Is there a place your wife has been wanting to visit? What activities do you enjoy together? What’s keeping you from making those plans? What’s keeping you from saving the money for this very worthy investment?
Here’s a question to ponder during your weekly planning. “At this point in our life together, what would my wife define as a welcome surprise?” I ask myself that question all the time. I’ll start writing some ideas, and maybe not come up with very much, but somehow it gets the gears turning. Then the next day in the shower I get an idea, then another one three days later while driving. Or I might overhear a conversation in a store and it triggers a thought.
Every time I get an idea, I write it down. And it all begins with a simple commitment to try to surprise my wife. As a result, Carolyn lives with the constant and delightful tension that I am always planning some sort of surprise for her.
Study your wife.
Surprises make a huge and very romantic statement of your care. You can surprise her with any of the things I’ve mentioned — a phone call, a letter, a song, a gift, a getaway, or a date — or get creative and make up a whole new category!
But here’s a recommendation. Don’t “surprise” her on Valentine’s Day, or her birthday, or an anniversary. Sure, plan something for February 14. But a true surprise is unexpected.
So, in calling my wife each day — in writing her notes or buying her gifts or taking her on dates — I’m not just blindly following some recipe for a happy marriage topped off with good sex. Rather, I’ve studied what the Bible says, especially in Ephesians 5, about what it means to be a husband and a godly leader in the home, and I’ve tried to come up with practical ways to make my marriage actually be what the Bible says it should be. The result is the seven recommendations you have just read. For me, and quite often for others, these things work.
If they work for you, great. But if not — and you certainly don’t have to emulate them — create your own! What matters is that you are learning, leading, and loving your wife with creativity and intentionality. Because if you are not intentional in planning for creative romance, it just won’t happen.
Think back with me for a moment. There was a time when it was obvious to everyone that you were uniquely passionate about your wife. You couldn’t stop thinking about her. You constantly talked about her and to her. You were always eager to spend time with her, going out of your way to delight and surprise her, and you regularly spent serious money on her.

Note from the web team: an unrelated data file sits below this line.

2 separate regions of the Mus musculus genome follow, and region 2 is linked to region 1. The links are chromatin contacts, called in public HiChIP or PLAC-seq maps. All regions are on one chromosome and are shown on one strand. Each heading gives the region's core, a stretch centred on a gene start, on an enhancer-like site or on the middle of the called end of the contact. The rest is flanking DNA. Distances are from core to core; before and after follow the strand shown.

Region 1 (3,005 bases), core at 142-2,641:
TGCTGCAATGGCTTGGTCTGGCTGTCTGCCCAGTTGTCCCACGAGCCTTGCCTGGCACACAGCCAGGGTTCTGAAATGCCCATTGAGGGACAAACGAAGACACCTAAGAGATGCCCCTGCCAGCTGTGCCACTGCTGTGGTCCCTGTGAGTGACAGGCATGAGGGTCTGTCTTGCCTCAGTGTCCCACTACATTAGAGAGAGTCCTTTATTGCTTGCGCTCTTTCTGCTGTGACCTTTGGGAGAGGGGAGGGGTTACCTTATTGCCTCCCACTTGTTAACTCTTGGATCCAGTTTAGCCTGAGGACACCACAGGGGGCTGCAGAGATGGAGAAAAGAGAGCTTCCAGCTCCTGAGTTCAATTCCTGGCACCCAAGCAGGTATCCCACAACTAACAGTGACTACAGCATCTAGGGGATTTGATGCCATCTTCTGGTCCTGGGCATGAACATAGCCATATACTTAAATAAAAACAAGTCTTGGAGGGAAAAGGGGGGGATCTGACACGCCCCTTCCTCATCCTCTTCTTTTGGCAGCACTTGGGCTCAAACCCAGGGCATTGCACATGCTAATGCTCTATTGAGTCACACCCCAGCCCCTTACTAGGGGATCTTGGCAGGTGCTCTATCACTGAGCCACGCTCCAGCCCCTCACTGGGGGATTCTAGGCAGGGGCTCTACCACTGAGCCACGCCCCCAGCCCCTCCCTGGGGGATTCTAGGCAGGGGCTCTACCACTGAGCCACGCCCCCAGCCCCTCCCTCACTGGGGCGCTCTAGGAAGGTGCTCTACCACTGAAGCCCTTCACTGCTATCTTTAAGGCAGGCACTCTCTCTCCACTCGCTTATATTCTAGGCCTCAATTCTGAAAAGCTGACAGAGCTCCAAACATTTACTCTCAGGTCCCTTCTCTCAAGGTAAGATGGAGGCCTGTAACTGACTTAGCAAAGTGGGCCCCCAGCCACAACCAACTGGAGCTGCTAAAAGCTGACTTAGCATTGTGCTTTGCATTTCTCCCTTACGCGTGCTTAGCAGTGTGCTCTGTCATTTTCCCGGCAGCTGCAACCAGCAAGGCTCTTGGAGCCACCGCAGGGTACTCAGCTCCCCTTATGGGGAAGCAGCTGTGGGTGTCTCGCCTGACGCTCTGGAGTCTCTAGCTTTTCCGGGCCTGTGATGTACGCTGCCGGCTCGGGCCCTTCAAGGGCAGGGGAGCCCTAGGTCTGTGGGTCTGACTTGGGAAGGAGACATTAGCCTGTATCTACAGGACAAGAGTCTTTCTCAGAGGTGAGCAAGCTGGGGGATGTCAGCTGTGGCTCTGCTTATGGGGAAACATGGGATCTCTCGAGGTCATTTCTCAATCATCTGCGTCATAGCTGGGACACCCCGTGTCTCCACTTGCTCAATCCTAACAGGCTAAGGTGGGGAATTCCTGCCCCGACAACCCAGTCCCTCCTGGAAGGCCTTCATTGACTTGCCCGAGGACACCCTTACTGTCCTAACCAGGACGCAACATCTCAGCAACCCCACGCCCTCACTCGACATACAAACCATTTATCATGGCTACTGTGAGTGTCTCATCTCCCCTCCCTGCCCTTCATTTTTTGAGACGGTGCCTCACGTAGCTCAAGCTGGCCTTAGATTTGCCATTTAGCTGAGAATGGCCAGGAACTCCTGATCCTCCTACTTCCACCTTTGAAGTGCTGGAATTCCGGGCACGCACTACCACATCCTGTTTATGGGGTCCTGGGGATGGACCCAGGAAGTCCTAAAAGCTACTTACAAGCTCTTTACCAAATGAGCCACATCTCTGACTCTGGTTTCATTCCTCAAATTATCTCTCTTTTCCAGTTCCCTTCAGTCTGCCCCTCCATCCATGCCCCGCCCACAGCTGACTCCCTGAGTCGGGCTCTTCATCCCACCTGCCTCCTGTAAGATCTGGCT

Is your passion for your wife still obvious to everyone? Is it obvious to her?
Here’s a way to find out. If you have children living in the home, ask your beloved this one simple question:
Do you feel more like a mother or a wife?
The answer may well speak volumes. In my book (of the same name as this chapter) I’m able to elaborate further on this and the other points made here. But suffice it to say that she certainly can feel more like a wife than a mother (or homemaker, employee, or professional). Whether she does, however, is primarily up to you.
Yes, the Bible calls us to a high, godly standard, guys. But it’s one we definitely can reach by God’s grace. We must touch the hearts and minds of our wives before we touch their bodies. As our words and actions touch their hearts and minds, much will be transformed — our wives will be transformed, our marriages will be transformed, and you will discover a marvelous and growing sexual passion, all for the glory of God.
How will you begin this glorious process? How will you touch your wife’s heart and mind?
Here it is, gentlemen. Time to talk about sex. For there comes a point when we have studied and planned . . . when we have spoken our tender and provocative words of love . . . when we’re ready to move beyond verbal foreplay. So let us prepare once again to learn from Scripture — where, beyond such foreplay, the lovers in Solomon’s Song definitely do move.
As this man and woman enter into lovemaking, they do not hold back, nor does Scripture refrain from recording intimate details of their mutually delightful encounter. Far from a mechanical recitation of “who touched who where,” we read of the extravagant indulgence of all five senses. Touch, taste, smell, sight, and hearing are put to full use. Solomon’s Song teaches us that lovemaking is intended by God to be an elaborate and pleasurable feast of the senses — a holy immersion in erotic joy.